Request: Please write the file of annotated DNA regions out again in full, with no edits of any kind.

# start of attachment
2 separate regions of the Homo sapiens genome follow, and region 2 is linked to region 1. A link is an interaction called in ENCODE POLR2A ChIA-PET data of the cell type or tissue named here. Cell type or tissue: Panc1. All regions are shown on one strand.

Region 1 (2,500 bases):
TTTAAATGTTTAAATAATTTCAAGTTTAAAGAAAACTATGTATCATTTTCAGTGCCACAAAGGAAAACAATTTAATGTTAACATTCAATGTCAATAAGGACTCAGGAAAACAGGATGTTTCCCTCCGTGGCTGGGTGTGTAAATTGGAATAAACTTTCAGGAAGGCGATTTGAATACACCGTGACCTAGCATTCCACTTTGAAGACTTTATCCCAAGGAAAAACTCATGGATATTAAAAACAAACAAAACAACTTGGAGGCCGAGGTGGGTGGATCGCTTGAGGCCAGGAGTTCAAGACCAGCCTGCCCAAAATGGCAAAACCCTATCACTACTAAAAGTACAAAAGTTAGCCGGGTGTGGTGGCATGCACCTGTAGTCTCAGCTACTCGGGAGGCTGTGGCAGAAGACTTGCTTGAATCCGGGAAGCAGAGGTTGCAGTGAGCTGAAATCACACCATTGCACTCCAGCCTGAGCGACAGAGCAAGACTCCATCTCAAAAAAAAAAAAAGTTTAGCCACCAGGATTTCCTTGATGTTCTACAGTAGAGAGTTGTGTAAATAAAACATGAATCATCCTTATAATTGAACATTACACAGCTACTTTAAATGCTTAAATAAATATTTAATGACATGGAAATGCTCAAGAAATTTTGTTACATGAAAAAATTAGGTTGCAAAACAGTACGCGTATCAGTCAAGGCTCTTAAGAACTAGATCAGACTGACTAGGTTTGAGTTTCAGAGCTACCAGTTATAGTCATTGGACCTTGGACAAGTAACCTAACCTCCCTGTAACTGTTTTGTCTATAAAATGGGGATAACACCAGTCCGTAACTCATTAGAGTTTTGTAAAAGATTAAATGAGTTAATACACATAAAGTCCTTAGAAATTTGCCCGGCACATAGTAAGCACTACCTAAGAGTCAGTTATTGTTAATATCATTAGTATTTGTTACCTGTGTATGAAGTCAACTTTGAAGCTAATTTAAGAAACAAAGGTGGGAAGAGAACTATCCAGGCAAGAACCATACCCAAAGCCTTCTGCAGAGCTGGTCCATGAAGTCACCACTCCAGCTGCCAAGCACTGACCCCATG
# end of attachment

2 separate regions of the Homo sapiens genome follow, and region 2 is linked to region 1. A link is an interaction called in ENCODE POLR2A ChIA-PET data of the cell type or tissue named here. Cell type or tissue: Panc1. All regions are shown on one strand.

Region 1 (2,500 bases):
TTTAAATGTTTAAATAATTTCAAGTTTAAAGAAAACTATGTATCATTTTCAGTGCCACAAAGGAAAACAATTTAATGTTAACATTCAATGTCAATAAGGACTCAGGAAAACAGGATGTTTCCCTCCGTGGCTGGGTGTGTAAATTGGAATAAACTTTCAGGAAGGCGATTTGAATACACCGTGACCTAGCATTCCACTTTGAAGACTTTATCCCAAGGAAAAACTCATGGATATTAAAAACAAACAAAACAACTTGGAGGCCGAGGTGGGTGGATCGCTTGAGGCCAGGAGTTCAAGACCAGCCTGCCCAAAATGGCAAAACCCTATCACTACTAAAAGTACAAAAGTTAGCCGGGTGTGGTGGCATGCACCTGTAGTCTCAGCTACTCGGGAGGCTGTGGCAGAAGACTTGCTTGAATCCGGGAAGCAGAGGTTGCAGTGAGCTGAAATCACACCATTGCACTCCAGCCTGAGCGACAGAGCAAGACTCCATCTCAAAAAAAAAAAAAGTTTAGCCACCAGGATTTCCTTGATGTTCTACAGTAGAGAGTTGTGTAAATAAAACATGAATCATCCTTATAATTGAACATTACACAGCTACTTTAAATGCTTAAATAAATATTTAATGACATGGAAATGCTCAAGAAATTTTGTTACATGAAAAAATTAGGTTGCAAAACAGTACGCGTATCAGTCAAGGCTCTTAAGAACTAGATCAGACTGACTAGGTTTGAGTTTCAGAGCTACCAGTTATAGTCATTGGACCTTGGACAAGTAACCTAACCTCCCTGTAACTGTTTTGTCTATAAAATGGGGATAACACCAGTCCGTAACTCATTAGAGTTTTGTAAAAGATTAAATGAGTTAATACACATAAAGTCCTTAGAAATTTGCCCGGCACATAGTAAGCACTACCTAAGAGTCAGTTATTGTTAATATCATTAGTATTTGTTACCTGTGTATGAAGTCAACTTTGAAGCTAATTTAAGAAACAAAGGTGGGAAGAGAACTATCCAGGCAAGAACCATACCCAAAGCCTTCTGCAGAGCTGGTCCATGAAGTCACCACTCCAGCTGCCAAGCACTGACCCCATG